Monday, February 25, 2008

AR, ID, and Evo

In the fascinating blog "ERV", scroll down the post to the header "Tard Fight", where blogger S. A. Smith gives us the edifying spectacle of two creationists bashing each other over Animal Rights, one arguing that if evolution is right then so is PETA and the other, I guess, that Jesus was a veggie and Meat Is Murder. !

I think readers of this blog can agree with Ms. Smith that these two are idiots. But the post got me thinking that there are three ways that evolutionists (who may or may not be secularists- as I have noted before, there are plenty of straight- up, non "ID" evolutionists who are also religious-- some even read Richard Dawkins!) could approach eating other animals.

One: we are all of equal value and everybody eats everybody. It is called the ecosystem.

Two: humans have at least one unique quality, speech (please don't email me about parrots and especially chimps-- I am just following accepted consensus science here, albeit somewhat nervously with African gray parrots-- I wouldn't eat one!) And also (NOT "therefore") you can eat other species. Call this "soft speciesism" which is practiced by all species-- putting their own species first.

Three: call it the Nietszchean or post- humanist view: all animals including humans can be objects to be acted upon. This is implicit or explicit in a lot of modern dystopian fiction; see Steve Stirling's Drakon or Mitchell Smith's "Snowfall trilogy" novels (the second volume, Kingdom River, begins to make the premise explicit, with both genetic engineering and cannibalism.)

I find the premises of ERV's competing Christians absurd, propositions one and two both sane and sensible, and number three utterly sinister.


Matt Mullenix said...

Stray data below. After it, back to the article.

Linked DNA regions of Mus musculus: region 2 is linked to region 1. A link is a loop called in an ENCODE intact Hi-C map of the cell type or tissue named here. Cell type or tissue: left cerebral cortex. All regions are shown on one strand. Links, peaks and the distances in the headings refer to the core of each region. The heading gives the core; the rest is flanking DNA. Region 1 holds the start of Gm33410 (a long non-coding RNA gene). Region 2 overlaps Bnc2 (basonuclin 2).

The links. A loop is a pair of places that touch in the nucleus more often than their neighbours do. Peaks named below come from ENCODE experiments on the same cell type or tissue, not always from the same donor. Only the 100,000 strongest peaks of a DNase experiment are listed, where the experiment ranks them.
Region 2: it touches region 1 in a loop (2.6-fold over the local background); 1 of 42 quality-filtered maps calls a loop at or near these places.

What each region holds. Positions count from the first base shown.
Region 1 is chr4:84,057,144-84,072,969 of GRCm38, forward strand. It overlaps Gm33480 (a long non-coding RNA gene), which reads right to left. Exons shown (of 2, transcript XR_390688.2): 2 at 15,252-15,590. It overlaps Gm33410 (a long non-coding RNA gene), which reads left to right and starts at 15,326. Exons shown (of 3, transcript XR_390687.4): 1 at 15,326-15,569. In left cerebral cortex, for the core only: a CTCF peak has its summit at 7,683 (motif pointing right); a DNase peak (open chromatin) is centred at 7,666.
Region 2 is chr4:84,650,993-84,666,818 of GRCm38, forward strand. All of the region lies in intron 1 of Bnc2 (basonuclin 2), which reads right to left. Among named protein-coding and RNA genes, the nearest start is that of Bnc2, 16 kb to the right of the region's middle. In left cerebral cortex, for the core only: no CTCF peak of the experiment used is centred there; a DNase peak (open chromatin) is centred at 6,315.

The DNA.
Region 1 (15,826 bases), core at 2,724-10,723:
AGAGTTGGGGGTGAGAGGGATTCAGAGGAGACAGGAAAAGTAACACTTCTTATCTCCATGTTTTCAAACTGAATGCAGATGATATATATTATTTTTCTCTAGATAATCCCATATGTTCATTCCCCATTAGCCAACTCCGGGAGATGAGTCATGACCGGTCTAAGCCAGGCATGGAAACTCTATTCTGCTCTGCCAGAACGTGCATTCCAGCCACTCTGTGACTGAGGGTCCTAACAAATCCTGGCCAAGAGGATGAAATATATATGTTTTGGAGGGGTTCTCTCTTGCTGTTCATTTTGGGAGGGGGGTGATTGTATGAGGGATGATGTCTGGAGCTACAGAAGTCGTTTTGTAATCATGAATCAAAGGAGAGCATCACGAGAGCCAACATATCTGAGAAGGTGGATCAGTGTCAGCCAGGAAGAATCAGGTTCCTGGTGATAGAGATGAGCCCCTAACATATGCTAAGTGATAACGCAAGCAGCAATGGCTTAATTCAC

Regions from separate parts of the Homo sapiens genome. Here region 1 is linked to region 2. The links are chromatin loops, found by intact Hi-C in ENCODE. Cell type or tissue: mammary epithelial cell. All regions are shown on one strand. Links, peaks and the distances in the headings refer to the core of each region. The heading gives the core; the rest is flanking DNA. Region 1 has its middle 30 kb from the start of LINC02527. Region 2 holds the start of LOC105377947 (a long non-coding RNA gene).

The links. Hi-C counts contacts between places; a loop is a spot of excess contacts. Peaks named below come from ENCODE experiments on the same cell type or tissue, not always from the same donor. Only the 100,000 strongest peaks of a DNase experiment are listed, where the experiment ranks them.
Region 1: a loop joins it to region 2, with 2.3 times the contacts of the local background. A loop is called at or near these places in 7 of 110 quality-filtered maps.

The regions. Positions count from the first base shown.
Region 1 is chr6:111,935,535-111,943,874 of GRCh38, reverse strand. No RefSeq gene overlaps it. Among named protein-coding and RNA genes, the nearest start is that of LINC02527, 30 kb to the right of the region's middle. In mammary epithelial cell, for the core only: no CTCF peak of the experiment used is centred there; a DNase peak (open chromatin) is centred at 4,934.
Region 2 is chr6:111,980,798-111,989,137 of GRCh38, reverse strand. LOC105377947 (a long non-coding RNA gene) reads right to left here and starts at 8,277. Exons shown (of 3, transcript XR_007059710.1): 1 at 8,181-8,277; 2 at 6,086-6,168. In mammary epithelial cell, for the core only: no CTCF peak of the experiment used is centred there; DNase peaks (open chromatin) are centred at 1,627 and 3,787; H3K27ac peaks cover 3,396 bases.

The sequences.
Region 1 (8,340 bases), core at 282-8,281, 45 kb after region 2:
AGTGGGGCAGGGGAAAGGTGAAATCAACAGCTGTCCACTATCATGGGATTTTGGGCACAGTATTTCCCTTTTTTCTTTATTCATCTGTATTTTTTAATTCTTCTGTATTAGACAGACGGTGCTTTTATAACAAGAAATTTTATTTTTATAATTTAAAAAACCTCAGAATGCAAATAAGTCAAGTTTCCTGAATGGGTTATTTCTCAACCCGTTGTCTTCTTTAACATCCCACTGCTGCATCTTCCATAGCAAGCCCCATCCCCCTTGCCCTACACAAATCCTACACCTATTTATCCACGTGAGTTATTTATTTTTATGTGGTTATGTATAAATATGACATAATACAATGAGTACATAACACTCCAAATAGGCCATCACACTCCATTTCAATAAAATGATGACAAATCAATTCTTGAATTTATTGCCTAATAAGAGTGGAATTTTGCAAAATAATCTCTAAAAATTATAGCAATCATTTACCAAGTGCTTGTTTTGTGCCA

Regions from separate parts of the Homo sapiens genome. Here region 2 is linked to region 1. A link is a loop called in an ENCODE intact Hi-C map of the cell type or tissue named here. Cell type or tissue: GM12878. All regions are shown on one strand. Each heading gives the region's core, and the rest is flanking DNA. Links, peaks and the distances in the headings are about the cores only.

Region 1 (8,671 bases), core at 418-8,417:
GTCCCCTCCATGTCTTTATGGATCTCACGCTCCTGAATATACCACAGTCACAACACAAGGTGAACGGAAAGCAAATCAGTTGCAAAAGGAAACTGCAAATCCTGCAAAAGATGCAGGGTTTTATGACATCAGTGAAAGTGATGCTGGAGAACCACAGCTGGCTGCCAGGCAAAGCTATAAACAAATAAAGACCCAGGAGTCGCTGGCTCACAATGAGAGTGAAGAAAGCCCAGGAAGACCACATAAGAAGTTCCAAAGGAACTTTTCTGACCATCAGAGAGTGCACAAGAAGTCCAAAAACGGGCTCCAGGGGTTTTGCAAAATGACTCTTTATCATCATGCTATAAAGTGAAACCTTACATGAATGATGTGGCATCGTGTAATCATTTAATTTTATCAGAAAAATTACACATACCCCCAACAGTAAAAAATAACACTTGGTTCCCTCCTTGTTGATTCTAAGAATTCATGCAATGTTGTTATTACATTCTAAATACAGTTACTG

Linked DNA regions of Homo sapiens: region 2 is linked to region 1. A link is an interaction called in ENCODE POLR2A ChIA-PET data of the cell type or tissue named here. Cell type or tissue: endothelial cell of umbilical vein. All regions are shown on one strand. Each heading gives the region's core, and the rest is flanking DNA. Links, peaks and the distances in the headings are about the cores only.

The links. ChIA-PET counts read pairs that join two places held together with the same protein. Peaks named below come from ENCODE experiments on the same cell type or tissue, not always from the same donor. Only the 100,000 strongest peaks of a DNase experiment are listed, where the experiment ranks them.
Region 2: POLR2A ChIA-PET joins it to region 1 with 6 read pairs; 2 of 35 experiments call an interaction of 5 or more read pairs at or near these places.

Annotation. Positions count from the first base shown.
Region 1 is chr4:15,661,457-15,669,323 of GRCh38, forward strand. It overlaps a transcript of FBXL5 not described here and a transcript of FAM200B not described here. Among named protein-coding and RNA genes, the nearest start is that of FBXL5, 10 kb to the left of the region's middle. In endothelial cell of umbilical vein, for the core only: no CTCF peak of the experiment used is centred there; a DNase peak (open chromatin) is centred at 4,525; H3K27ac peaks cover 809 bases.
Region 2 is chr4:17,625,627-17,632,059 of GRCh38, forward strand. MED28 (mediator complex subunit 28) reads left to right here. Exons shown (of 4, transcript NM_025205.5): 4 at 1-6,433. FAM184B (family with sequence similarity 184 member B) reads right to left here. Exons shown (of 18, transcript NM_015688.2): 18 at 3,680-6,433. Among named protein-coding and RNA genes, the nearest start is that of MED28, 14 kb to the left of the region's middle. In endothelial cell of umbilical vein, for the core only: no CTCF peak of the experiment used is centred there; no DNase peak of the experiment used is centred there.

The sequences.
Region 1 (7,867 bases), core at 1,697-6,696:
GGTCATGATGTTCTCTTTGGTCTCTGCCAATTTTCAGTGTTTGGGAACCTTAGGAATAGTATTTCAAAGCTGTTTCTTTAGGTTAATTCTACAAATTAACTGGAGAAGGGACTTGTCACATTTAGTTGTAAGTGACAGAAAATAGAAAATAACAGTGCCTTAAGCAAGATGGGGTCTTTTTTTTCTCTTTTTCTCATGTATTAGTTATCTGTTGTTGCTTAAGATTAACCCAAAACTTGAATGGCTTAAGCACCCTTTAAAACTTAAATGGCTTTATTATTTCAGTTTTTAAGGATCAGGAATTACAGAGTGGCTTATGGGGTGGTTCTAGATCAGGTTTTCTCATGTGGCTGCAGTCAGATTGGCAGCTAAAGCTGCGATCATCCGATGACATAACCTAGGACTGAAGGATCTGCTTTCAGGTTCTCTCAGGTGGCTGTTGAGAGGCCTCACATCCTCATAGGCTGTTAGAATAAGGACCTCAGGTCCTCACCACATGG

Funny, I've just picked up Adam's Task by recommendation of Q. readers. The opening sections detail how chimps speak and whether that makes them more or less successfully linguistic than dogs. An interesting question; Hearne's take seems to be that wild animals (she includes the hand-raised and educated chimp in that group) are qualitatively different than dogs and horses, who come by their communication skills (with humans, anyway) over generations through domestication.

She gives the dogs more credit for moral capacity than the chimp in question---also interesting. My take (and I realize I am not responding well to your post Steve) is that sign language may be insufficient a tool to communicate with an animal so complex and also like ourselves as chimpanzees. More pointedly, science may be insufficient a method to promote communication with any animal; I meant that insofar as the signing experiments have been conducted scientifically, they may be failing to promote understanding.

It occurred to me that my children, were they raised in the equivelent of a McDonald's playground and communicated with only on a regular schedule through sign language, might grow up to bite people also.

I'm still reading. It's a hell of a neat book!

Anonymous said...

well, I don't think we should eat our cousins (the nonhuman hominids). It seems too much like cannibalism... but humans do that.

We humans keep setting the bar higher for why we are better/smarter than other animal species. The other species just keep leaping over those bars, darn them. There was a time when we said other animals didn't use tools, and that was why we were better/smarter.

And of course, while humans are great at being humans (which makes us smarter than everyone else), we're not so great at being, say, dogs. If we had to do what dogs do, we'd go extinct.

Or viruses...